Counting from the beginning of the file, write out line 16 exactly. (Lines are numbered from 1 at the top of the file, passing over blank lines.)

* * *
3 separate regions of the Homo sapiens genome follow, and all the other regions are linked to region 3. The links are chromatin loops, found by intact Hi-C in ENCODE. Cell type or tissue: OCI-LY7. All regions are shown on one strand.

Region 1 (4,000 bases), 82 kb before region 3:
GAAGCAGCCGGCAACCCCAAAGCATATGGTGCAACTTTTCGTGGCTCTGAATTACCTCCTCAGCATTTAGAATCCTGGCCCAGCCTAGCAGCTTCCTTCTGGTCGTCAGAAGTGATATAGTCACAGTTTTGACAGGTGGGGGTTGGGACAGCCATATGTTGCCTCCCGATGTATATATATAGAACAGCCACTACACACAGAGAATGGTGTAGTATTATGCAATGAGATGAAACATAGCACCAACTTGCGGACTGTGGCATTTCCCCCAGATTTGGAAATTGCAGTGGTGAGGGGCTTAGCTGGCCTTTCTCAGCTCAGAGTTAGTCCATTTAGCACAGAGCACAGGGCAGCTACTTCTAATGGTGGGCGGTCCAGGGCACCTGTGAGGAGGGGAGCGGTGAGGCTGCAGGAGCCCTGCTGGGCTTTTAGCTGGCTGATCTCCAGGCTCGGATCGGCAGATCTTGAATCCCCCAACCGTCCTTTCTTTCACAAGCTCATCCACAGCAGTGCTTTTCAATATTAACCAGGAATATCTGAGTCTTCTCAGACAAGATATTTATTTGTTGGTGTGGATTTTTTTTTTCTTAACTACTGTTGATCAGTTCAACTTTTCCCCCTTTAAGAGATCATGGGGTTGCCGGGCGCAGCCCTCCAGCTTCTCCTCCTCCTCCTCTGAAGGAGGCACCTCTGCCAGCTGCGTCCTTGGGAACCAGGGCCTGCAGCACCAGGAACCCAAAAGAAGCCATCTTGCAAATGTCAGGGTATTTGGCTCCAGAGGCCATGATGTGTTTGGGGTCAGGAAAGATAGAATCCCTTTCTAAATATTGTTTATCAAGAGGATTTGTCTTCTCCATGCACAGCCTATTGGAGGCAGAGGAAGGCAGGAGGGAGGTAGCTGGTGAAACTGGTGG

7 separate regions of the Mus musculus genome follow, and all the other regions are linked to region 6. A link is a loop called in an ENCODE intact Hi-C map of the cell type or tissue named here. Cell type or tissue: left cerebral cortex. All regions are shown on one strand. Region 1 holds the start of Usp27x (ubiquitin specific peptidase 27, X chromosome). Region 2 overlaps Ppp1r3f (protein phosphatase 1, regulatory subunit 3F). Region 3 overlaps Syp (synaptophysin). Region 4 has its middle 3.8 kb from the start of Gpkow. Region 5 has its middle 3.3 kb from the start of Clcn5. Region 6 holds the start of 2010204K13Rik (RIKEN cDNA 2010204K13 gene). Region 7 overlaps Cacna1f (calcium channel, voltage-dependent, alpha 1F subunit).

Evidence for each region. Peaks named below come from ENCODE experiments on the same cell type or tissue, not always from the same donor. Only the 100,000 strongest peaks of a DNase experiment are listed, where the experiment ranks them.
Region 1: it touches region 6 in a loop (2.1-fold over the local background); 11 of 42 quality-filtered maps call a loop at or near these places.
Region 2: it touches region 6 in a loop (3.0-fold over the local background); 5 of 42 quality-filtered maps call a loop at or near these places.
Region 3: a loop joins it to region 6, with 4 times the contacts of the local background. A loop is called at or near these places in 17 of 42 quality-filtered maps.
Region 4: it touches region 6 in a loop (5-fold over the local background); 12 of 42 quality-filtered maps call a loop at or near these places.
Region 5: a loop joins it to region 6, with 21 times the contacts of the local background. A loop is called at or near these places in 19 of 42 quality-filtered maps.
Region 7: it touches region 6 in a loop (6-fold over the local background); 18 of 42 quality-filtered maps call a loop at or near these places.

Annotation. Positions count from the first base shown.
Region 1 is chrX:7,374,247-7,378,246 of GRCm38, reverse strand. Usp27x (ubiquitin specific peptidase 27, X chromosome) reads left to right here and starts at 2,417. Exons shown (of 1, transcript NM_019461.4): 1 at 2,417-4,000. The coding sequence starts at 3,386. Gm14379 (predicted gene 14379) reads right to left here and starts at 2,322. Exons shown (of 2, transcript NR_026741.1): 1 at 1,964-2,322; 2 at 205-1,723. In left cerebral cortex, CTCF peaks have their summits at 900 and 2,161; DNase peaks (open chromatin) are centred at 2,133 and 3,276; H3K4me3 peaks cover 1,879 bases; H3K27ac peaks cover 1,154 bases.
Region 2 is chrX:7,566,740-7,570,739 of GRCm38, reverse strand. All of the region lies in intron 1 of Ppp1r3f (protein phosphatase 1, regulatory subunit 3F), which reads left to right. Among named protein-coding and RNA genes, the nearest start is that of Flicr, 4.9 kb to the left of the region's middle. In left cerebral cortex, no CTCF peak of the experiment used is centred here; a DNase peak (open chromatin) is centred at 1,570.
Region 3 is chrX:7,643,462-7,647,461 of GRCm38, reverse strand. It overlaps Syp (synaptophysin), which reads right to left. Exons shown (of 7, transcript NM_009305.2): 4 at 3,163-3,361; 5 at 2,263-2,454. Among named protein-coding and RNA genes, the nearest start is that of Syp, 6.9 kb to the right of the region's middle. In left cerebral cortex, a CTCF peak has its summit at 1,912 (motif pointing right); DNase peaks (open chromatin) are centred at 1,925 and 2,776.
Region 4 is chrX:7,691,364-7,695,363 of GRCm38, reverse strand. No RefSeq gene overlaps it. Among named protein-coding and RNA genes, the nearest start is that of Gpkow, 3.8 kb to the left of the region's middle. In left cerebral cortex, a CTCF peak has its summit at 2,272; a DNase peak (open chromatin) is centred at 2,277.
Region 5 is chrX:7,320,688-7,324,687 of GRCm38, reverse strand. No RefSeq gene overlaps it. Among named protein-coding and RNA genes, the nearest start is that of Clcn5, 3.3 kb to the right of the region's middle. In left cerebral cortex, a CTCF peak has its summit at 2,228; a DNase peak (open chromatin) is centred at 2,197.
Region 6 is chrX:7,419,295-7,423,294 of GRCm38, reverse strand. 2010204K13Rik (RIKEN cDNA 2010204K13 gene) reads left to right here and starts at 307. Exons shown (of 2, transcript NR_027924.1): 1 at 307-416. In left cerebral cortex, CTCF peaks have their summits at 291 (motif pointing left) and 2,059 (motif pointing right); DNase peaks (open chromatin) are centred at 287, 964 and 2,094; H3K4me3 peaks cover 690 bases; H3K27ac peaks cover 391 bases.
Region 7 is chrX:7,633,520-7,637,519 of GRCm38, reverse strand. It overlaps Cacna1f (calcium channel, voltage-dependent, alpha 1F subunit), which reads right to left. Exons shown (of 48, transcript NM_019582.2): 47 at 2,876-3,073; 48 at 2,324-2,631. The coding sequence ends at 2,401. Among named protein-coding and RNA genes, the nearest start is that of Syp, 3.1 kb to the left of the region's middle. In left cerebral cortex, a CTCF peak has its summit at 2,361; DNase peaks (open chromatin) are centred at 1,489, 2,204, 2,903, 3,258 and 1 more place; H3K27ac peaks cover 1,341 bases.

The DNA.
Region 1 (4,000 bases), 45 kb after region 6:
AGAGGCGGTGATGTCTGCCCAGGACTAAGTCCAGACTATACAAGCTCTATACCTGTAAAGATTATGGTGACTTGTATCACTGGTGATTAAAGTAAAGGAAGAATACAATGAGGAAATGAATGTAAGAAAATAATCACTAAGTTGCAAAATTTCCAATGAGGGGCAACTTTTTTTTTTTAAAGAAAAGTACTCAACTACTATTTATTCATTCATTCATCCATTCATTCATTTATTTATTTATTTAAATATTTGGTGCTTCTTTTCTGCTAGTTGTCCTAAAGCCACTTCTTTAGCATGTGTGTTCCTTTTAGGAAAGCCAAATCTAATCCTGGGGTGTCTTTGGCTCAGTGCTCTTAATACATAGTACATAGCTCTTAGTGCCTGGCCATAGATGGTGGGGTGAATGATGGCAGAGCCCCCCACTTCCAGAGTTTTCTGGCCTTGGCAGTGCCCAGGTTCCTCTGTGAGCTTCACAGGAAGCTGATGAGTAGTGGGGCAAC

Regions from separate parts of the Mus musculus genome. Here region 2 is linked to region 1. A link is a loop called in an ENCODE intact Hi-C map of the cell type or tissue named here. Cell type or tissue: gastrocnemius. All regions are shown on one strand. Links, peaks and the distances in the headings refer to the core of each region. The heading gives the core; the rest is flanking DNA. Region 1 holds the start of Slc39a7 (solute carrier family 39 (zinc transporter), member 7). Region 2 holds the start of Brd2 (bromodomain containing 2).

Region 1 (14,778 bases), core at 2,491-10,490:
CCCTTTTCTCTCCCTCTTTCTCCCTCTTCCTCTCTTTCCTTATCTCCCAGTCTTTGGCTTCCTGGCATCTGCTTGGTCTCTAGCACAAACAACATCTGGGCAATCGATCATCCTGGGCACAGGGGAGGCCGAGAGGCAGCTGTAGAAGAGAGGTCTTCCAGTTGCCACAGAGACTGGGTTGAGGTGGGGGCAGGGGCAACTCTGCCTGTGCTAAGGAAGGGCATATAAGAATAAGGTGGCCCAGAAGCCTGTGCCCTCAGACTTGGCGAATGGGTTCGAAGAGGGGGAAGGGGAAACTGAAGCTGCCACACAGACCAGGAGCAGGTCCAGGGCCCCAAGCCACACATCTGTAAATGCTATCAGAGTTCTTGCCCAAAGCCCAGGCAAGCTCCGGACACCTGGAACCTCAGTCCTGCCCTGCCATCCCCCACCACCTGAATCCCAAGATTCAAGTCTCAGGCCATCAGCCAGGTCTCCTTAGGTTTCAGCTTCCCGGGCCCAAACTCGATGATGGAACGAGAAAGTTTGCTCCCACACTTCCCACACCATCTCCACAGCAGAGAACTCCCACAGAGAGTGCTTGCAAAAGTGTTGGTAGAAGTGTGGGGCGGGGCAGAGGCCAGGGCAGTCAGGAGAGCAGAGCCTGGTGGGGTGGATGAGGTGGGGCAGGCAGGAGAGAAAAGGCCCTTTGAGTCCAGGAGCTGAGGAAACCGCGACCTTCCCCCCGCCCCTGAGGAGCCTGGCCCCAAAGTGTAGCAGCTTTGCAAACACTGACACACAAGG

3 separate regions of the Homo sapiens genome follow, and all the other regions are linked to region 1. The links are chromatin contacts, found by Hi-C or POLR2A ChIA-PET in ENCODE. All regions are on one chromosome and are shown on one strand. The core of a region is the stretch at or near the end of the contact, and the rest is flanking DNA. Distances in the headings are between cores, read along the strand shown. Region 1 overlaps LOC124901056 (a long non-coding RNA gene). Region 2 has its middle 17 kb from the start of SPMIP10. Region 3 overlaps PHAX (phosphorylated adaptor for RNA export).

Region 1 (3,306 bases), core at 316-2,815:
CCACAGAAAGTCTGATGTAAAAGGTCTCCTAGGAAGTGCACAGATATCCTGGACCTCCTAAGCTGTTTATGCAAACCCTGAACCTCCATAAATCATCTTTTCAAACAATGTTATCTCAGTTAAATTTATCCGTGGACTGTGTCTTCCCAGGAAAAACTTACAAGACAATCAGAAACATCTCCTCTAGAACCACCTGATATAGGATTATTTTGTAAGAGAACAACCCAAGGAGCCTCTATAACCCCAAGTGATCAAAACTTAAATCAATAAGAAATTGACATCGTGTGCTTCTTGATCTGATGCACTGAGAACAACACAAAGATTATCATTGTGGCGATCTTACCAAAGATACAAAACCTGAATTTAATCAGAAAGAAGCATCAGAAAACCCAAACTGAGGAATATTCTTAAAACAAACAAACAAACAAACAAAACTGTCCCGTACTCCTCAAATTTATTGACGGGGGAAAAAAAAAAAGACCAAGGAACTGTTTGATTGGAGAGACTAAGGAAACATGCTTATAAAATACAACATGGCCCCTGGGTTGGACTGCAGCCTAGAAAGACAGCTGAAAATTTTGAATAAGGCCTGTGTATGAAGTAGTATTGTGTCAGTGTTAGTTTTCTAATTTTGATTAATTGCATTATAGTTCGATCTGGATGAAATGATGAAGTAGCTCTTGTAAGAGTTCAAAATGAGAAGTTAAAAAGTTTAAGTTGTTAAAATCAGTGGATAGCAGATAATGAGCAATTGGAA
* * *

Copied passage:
Region 4 is chrX:7,691,364-7,695,363 of GRCm38, reverse strand. No RefSeq gene overlaps it. Among named protein-coding and RNA genes, the nearest start is that of Gpkow, 3.8 kb to the left of the region's middle. In left cerebral cortex, a CTCF peak has its summit at 2,272; a DNase peak (open chromatin) is centred at 2,277.